The Omagh bomb families deserve justice, Deputy First Minister Michelle O’Neill has said.
Twenty-nine people, including a woman pregnant with twins, died in the 1998 Real IRA car bomb.
Relatives of the dead have been campaigning for a public inquiry into claims intelligence from British security agents, police and MI5 could have been used to prevent the bombing.
Ms O’Neill said: “I am more than happy to do whatever I can to support those families in terms of receiving justice.”
She added: “Anyone who has been hurt deserves to be supported in a way that is important to them.”
Michael Gallagher’s son Aiden, 21, a mechanic planning to start a new life in the US, was among those to die.
His father has led a relentless campaign for answers about what the authorities knew about the Omagh bombing.
Mr Gallagher said Ms O’Neill’s intervention was “hugely important”.
We know there were serious failings, Omagh was a preventable atrocityMichael Gallagher
“It sends a strong message out there, particularly from the heart of our local government, that the politicians have not forgotten what happened in Omagh and we do need that inquiry.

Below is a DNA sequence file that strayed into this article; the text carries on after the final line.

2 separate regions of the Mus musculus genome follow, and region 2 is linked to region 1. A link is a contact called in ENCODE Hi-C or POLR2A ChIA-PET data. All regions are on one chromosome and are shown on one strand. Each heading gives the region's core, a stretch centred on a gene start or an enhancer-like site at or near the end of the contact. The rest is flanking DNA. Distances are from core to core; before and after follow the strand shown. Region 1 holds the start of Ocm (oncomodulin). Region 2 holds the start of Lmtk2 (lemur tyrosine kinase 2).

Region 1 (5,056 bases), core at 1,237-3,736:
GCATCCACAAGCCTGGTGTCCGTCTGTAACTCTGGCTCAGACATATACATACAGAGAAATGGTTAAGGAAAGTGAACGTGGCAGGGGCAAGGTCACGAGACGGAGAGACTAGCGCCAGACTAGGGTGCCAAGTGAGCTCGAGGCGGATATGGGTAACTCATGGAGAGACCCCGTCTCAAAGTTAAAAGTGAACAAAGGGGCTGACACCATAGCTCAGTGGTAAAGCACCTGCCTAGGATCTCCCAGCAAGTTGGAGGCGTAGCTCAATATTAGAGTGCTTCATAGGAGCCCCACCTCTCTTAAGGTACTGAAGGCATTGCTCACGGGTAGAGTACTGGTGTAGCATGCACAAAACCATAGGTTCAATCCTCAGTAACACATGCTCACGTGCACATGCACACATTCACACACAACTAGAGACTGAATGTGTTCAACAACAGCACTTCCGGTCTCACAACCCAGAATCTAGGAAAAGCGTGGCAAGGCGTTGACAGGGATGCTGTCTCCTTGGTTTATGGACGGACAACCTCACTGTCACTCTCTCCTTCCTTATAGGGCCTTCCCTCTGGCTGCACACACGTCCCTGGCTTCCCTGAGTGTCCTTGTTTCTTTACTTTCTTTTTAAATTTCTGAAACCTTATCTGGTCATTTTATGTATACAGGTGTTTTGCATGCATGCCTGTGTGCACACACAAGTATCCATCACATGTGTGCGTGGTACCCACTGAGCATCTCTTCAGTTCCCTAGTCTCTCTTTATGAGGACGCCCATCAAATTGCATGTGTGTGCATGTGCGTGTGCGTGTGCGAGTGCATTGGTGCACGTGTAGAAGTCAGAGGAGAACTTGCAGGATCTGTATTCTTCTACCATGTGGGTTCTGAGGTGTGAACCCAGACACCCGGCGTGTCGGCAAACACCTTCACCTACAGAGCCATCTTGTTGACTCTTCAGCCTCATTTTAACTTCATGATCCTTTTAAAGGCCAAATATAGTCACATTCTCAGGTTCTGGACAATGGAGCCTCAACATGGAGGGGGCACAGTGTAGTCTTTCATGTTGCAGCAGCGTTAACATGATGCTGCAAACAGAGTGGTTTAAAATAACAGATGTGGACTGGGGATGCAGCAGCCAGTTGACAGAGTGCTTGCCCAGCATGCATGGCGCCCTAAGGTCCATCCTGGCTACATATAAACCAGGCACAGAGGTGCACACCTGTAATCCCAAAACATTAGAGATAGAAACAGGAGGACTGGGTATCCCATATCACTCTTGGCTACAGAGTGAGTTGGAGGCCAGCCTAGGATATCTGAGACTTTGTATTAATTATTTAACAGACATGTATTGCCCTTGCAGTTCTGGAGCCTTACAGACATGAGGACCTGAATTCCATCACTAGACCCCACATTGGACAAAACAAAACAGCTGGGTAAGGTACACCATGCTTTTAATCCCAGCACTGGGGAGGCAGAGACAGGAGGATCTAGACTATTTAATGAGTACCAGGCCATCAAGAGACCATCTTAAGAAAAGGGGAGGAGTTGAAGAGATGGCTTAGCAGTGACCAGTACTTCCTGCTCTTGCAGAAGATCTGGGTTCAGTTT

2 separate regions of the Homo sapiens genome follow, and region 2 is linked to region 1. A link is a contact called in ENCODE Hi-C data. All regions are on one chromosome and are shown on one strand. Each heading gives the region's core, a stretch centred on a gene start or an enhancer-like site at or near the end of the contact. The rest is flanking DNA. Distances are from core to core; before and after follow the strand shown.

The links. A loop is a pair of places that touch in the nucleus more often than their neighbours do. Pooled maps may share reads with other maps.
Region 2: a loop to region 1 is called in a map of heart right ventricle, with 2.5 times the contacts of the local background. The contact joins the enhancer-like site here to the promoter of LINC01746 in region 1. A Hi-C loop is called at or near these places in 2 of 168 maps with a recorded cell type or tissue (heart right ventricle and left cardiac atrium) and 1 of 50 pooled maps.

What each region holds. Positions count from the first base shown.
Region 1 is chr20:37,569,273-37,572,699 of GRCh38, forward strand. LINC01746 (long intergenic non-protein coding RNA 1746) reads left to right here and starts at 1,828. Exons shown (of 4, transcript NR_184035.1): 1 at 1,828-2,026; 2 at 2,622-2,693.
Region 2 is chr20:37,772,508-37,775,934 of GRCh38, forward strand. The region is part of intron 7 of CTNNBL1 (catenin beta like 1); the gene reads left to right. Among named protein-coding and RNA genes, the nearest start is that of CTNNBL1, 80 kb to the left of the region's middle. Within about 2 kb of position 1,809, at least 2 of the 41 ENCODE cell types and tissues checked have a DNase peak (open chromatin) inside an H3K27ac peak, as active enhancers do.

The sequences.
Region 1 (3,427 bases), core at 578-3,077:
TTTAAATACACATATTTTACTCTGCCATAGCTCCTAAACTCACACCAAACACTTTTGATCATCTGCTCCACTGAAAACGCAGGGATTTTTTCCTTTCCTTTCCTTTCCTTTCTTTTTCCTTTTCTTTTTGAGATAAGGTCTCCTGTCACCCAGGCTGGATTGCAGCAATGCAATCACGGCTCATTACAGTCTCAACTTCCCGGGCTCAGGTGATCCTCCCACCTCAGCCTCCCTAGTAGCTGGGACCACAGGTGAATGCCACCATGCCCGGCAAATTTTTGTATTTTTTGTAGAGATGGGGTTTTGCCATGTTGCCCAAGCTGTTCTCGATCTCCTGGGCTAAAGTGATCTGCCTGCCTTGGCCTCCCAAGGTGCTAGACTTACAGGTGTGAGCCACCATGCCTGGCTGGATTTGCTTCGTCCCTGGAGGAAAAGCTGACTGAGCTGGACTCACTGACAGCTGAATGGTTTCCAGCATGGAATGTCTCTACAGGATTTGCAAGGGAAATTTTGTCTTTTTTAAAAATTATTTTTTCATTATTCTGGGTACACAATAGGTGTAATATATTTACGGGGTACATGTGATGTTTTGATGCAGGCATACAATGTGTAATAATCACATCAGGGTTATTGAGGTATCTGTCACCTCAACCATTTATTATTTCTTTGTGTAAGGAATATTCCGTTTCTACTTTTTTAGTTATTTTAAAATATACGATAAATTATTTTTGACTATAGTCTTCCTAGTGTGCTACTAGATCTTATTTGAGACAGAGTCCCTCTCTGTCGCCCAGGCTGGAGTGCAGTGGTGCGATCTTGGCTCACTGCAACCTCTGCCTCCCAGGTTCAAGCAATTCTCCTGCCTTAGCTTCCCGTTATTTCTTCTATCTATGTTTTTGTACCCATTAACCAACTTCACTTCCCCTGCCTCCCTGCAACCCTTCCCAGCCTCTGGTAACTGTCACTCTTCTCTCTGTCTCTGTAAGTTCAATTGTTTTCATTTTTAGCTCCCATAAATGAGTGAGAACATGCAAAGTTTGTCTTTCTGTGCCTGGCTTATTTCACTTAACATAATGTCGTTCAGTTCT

“We do need the truth of what happened in Omagh.”
In 2014, former police ombudsman Dr Michael Maguire published a report which said RUC Special Branch, which was responsible for intelligence, had withheld information from detectives trying to catch the killers.
Mr Gallagher said: “We know there were serious failings – Omagh was a preventable atrocity.
“We need closure on that and it is important that that inquiry should go forward.
“I am very heartened that it has had a mention by the Government.”
No one has ever been convicted of carrying out the attack.